Yesterday we learned that the U. S. Supreme Court (SCOTUS) will review the Defense of Marriage Act, which defines marriage as between only a man and a woman for the purposes of more than 1,000 federal laws and programs, and the California case, Hollingsworth v. Perry, in which an appellate court struck down Proposition 8’s ban on gay marriage. The court could focus on narrow issues which would leave much unresolved. It could also broadly rule in favor of marriage equality (hope) or against marriage equality (fear).
In between it might uphold the California appellate decision but still leave the matter up to individual states to decide. Likewise it might strike down DOMA, but the advantages of access to federal laws and programs might only accrue to those who are able to legally marry.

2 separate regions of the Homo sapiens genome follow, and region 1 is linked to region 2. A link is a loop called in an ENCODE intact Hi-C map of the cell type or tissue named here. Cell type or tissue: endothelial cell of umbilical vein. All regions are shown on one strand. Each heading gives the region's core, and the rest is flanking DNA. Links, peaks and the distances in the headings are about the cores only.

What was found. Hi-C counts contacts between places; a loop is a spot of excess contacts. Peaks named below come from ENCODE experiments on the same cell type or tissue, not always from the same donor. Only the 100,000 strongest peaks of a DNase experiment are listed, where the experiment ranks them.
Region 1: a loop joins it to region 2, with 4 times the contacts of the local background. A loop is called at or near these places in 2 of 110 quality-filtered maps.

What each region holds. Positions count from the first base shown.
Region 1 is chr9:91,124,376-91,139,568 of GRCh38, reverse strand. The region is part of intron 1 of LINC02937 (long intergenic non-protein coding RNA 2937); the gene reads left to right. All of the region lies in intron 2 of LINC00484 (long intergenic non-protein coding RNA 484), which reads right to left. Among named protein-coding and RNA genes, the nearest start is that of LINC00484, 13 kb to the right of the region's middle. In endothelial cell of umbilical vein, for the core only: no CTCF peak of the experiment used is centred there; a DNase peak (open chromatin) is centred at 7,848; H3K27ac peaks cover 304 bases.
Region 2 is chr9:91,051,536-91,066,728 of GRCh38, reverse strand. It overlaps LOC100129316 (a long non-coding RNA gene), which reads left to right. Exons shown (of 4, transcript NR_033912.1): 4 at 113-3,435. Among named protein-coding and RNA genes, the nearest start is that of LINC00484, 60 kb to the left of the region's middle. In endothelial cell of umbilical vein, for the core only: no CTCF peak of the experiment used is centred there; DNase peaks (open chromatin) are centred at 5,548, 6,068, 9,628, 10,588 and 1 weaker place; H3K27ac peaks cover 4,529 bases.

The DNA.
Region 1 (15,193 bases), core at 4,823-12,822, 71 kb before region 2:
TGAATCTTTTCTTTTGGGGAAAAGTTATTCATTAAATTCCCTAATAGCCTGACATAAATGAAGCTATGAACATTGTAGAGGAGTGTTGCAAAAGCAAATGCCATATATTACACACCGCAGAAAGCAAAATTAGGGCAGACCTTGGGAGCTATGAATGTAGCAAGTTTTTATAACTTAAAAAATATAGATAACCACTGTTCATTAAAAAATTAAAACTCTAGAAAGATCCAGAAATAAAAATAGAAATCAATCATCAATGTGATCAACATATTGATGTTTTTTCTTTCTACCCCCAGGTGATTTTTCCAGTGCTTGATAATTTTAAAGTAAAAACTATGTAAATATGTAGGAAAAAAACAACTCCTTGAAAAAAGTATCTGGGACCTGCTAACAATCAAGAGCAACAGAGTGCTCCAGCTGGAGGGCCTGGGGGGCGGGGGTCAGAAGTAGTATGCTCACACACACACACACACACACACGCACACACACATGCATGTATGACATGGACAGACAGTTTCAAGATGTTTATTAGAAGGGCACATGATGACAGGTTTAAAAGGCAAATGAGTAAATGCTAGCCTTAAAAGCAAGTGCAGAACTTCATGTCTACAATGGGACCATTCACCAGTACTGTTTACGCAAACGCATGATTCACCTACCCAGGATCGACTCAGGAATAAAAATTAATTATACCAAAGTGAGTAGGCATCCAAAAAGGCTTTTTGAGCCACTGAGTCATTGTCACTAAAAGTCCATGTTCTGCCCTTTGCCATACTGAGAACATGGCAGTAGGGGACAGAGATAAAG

In between hope and fear is action. For New Jerseyans there is every reason to continue our state efforts to achieve what Steven Goldstein, Garden State Equality Chair, refers to as “our foremothers’ and forefathers’ vision of a nation built on liberty and justice for all.” The Washington Post points out, Gay marriage is legal, or will be soon, in nine states – Connecticut, Iowa, Maine, Maryland, Massachusetts, New Hampshire, New York, Vermont, Washington – and the District of Columbia.
Overriding Governor Christie’s veto of the Marriage Equality bill now takes on added importance. We can only guess what SCOTUS will rule, but much better is for New Jersey to affirm our support for this civil rights issue and position ourselves to access whatever rights the court might affirm.